Once satisfied with his reorganisation of Thessaly, Philip marched south to the pass of Thermopylae, the gateway to central Greece. He probably intended to follow up his victory over the Phocians by invading Phocis itself, a prospect which greatly alarmed the Athenians, since once he was past Thermopylae, he could also march on Athens. The Athenians therefore dispatched a force to Thermopylae and occupied the pass there is some debate as to whether other contingents may have joined the Athenians at Thermopylae. The Athenians were certainly there, since the Athenian orator Demosthenes celebrated the defense of the pass in one of his speeches. Cawkwell suggests that the Athenian force was the one that Diodorus says was dispatched under Nausicles consisting of 5,000 infantry and 400 cavalry, and that they were joined by the remnants of the Phocians and the Pheraean mercenaries. However, Buckler argues that Diodorus never mentions Thermopylae, and the force under Nausicles was sent to help the Phocians the following year instead, he believes that another Athenian force held the pass unassisted. Although it might have proved possible to force the pass, Philip did not attempt to do so, preferring not to risk a defeat after his great successes in Thessaly.

Third phase (c. 352𤭊 ):
Meanwhile, the Phocians regrouped under Onomarchos's brother, Phayllos. After the huge Phocian defeats at Neon and Crocus Field, Phayllos had to resort to doubling the pay for mercenaries, in order to attract enough to replenish his army. Despite their defeats however, the majority of the Phocians were still in favour of continuing the war. Over the winter of that year, Phayllos engaged in diplomatic efforts to gather more support from Phocis's allies, and succeeding in widening the theatre of conflict in the next campaigning season. Uniquely in Greek history, the Phocians were able to absorb huge losses in manpower, thanks to their pillaging of Temple of Apollo, a factor which was to contribute to the war dragging on indecisively until 346.

Third Phocian campaign in Boeotia (352 ):
Third Phocian campaign in Boeotia, 352 :
First conflict in the Peloponnese (352):

Second Phocian campaign in Epicnemidian Locris (351):

Second conflict in the Peloponnese (351):


Phocian campaign in Boeotia (351 ):
Fourth Phocian campaign in Boeotia, and second, third and fourth Boeotian campaigns in Phocis, 351𤭋 :
Second Boeotian campaign in Phocis (349 ):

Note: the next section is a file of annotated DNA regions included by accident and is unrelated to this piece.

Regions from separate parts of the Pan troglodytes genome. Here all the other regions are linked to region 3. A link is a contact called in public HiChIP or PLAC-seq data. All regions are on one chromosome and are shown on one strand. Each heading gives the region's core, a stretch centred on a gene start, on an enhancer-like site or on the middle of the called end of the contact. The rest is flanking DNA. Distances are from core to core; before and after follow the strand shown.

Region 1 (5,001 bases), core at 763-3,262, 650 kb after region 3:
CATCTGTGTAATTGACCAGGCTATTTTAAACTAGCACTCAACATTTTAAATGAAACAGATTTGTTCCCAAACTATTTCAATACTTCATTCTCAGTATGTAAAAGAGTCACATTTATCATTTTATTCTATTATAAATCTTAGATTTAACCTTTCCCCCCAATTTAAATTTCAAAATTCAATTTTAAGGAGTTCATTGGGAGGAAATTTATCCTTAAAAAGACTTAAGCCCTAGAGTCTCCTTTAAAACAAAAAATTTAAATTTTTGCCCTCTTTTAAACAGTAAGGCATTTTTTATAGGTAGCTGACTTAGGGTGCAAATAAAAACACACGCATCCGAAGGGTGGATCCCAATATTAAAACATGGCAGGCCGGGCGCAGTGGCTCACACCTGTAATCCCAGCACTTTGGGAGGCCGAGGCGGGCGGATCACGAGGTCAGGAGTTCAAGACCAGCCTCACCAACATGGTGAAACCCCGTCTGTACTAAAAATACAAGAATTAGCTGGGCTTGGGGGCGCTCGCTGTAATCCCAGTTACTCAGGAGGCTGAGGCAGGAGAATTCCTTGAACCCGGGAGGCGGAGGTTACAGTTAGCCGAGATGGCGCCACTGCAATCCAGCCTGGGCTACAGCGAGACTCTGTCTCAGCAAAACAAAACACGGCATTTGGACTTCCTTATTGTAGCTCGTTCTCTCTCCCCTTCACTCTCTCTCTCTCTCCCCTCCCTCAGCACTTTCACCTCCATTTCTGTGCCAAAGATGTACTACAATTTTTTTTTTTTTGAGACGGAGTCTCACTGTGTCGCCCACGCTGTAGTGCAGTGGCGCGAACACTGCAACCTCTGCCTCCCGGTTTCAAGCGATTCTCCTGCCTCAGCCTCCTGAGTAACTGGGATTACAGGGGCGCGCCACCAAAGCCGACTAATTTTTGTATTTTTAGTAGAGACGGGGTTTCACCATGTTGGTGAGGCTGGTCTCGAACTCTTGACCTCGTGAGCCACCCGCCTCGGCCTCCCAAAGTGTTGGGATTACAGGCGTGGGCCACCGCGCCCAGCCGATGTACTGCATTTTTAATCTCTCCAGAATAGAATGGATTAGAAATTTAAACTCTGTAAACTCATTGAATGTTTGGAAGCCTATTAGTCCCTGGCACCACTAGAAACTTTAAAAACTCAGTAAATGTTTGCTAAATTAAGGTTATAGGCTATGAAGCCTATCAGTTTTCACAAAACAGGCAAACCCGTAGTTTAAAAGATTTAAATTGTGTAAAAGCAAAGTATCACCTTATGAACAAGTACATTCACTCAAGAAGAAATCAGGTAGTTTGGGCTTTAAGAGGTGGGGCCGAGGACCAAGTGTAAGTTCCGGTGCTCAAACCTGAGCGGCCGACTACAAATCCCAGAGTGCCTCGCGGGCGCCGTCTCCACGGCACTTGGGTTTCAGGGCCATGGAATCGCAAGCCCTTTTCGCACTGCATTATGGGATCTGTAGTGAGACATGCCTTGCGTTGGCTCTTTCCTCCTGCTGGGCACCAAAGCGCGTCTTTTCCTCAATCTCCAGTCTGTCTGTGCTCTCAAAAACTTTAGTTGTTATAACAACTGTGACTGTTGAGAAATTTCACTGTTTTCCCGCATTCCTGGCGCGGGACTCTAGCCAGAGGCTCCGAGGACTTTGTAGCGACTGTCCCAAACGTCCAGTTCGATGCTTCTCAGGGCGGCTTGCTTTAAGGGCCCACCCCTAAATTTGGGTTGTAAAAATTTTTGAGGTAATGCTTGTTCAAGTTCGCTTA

Fifth Phocian campaign in Boeotia (349 ):
Fifth and sixth Phocian campaigns in Boeotia, 349𤭋 :
Euboea (349𤭌 ):
Third Boeotian campaign in Phocis (348 ):
Sixth Phocian campaign in Boeotia (347 ):

Fourth Boeotian campaign in Phocis (347 ):
Philip had not involved himself in the Sacred War since his victory at the Crocus Field in 352 . In the meantime, it had become clear that the Sacred War could only be ended by outside intervention. The Phocians had occupied several Boeotian cities, but were running out of treasure to pay their mercenaries conversely, the Thebans were unable to act effectively against the Phocians. The Phocian general Phalaikos was removed from his command in 347 , and three new generals appointed, who successfully attacked Boeotia again. The Thebans appealed to Philip for aid, and he sent a small force to their assistance. Philip sent force enough to honour his alliance with Thebes, but not enough to end the war—he desired the glory of ending the war personally, in the manner of his choosing, and on his terms.


Settlement of the Sacred War:
Preliminaries:
Athens and Macedon had been at war since 356 , after Philip's capture of the Athenian colonies of Pydna and Potidea. Philip had then been drawn into the Sacred War, on behalf of the Thessalians, as described above. Since Athens was also a combatant in the Sacred War, the war between Athens and Macedon was inextricably linked with the progress of the Sacred War. In 352 , Philip's erstwhile ally, the Chalkidian League (led by Olynthos), alarmed by Philip's growing power, sought to ally themselves with Athens, in clear breach of their alliance with Philip. In response, Philip attacked Chalkidiki in 349 , and by 348 , had completely destroyed the Chalkidian League, razing Olynthos in the process. The prominent Athenian politician Philocrates had suggested offering Philip peace in 348 , during the Olynthian war. The war between Athens and Philip thus continued through 347 , as did the Sacred War.